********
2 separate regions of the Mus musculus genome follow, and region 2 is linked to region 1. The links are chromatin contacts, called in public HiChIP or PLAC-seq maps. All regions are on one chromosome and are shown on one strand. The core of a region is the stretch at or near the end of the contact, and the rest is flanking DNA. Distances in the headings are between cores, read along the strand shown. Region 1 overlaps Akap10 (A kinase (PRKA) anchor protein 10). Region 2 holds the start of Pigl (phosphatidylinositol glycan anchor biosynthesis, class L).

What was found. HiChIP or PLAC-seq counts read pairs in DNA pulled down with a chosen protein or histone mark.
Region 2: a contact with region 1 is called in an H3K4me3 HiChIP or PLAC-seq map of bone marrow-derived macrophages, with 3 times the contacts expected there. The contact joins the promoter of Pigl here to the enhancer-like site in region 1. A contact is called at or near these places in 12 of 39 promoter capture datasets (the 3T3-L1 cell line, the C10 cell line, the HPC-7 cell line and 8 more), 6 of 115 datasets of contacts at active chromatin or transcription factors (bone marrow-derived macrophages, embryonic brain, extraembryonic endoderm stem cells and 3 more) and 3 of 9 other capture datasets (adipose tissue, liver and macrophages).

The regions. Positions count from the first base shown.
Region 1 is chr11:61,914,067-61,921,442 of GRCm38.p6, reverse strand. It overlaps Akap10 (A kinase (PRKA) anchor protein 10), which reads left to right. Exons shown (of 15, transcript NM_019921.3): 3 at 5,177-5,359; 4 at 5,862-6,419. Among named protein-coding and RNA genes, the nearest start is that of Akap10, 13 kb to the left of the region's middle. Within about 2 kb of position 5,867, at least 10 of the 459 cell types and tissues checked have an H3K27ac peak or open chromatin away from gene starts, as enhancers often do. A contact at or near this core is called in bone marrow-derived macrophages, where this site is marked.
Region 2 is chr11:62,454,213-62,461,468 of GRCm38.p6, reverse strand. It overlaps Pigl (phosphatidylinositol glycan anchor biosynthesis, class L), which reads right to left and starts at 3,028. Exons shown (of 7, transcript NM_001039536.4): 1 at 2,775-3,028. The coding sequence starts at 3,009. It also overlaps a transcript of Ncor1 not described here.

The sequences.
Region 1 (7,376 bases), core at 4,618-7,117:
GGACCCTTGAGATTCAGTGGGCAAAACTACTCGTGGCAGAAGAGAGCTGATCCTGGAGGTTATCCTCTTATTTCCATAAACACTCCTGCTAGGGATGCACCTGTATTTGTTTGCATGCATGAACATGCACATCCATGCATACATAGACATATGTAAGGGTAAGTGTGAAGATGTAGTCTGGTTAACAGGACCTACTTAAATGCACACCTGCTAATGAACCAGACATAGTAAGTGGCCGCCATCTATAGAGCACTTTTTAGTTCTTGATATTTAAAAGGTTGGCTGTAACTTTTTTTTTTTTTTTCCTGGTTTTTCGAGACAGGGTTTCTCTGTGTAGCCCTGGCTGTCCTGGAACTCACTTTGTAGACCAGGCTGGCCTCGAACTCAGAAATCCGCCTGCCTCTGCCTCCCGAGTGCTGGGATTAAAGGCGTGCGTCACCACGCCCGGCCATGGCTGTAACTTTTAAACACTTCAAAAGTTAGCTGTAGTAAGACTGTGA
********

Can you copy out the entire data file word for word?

2 separate regions of the Mus musculus genome follow, and region 2 is linked to region 1. The links are chromatin contacts, called in public HiChIP or PLAC-seq maps. All regions are on one chromosome and are shown on one strand. The core of a region is the stretch at or near the end of the contact, and the rest is flanking DNA. Distances in the headings are between cores, read along the strand shown. Region 1 overlaps Akap10 (A kinase (PRKA) anchor protein 10). Region 2 holds the start of Pigl (phosphatidylinositol glycan anchor biosynthesis, class L).

What was found. HiChIP or PLAC-seq counts read pairs in DNA pulled down with a chosen protein or histone mark.
Region 2: a contact with region 1 is called in an H3K4me3 HiChIP or PLAC-seq map of bone marrow-derived macrophages, with 3 times the contacts expected there. The contact joins the promoter of Pigl here to the enhancer-like site in region 1. A contact is called at or near these places in 12 of 39 promoter capture datasets (the 3T3-L1 cell line, the C10 cell line, the HPC-7 cell line and 8 more), 6 of 115 datasets of contacts at active chromatin or transcription factors (bone marrow-derived macrophages, embryonic brain, extraembryonic endoderm stem cells and 3 more) and 3 of 9 other capture datasets (adipose tissue, liver and macrophages).

The regions. Positions count from the first base shown.
Region 1 is chr11:61,914,067-61,921,442 of GRCm38.p6, reverse strand. It overlaps Akap10 (A kinase (PRKA) anchor protein 10), which reads left to right. Exons shown (of 15, transcript NM_019921.3): 3 at 5,177-5,359; 4 at 5,862-6,419. Among named protein-coding and RNA genes, the nearest start is that of Akap10, 13 kb to the left of the region's middle. Within about 2 kb of position 5,867, at least 10 of the 459 cell types and tissues checked have an H3K27ac peak or open chromatin away from gene starts, as enhancers often do. A contact at or near this core is called in bone marrow-derived macrophages, where this site is marked.
Region 2 is chr11:62,454,213-62,461,468 of GRCm38.p6, reverse strand. It overlaps Pigl (phosphatidylinositol glycan anchor biosynthesis, class L), which reads right to left and starts at 3,028. Exons shown (of 7, transcript NM_001039536.4): 1 at 2,775-3,028. The coding sequence starts at 3,009. It also overlaps a transcript of Ncor1 not described here.

The sequences.
Region 1 (7,376 bases), core at 4,618-7,117:
GGACCCTTGAGATTCAGTGGGCAAAACTACTCGTGGCAGAAGAGAGCTGATCCTGGAGGTTATCCTCTTATTTCCATAAACACTCCTGCTAGGGATGCACCTGTATTTGTTTGCATGCATGAACATGCACATCCATGCATACATAGACATATGTAAGGGTAAGTGTGAAGATGTAGTCTGGTTAACAGGACCTACTTAAATGCACACCTGCTAATGAACCAGACATAGTAAGTGGCCGCCATCTATAGAGCACTTTTTAGTTCTTGATATTTAAAAGGTTGGCTGTAACTTTTTTTTTTTTTTTCCTGGTTTTTCGAGACAGGGTTTCTCTGTGTAGCCCTGGCTGTCCTGGAACTCACTTTGTAGACCAGGCTGGCCTCGAACTCAGAAATCCGCCTGCCTCTGCCTCCCGAGTGCTGGGATTAAAGGCGTGCGTCACCACGCCCGGCCATGGCTGTAACTTTTAAACACTTCAAAAGTTAGCTGTAGTAAGACTGTGA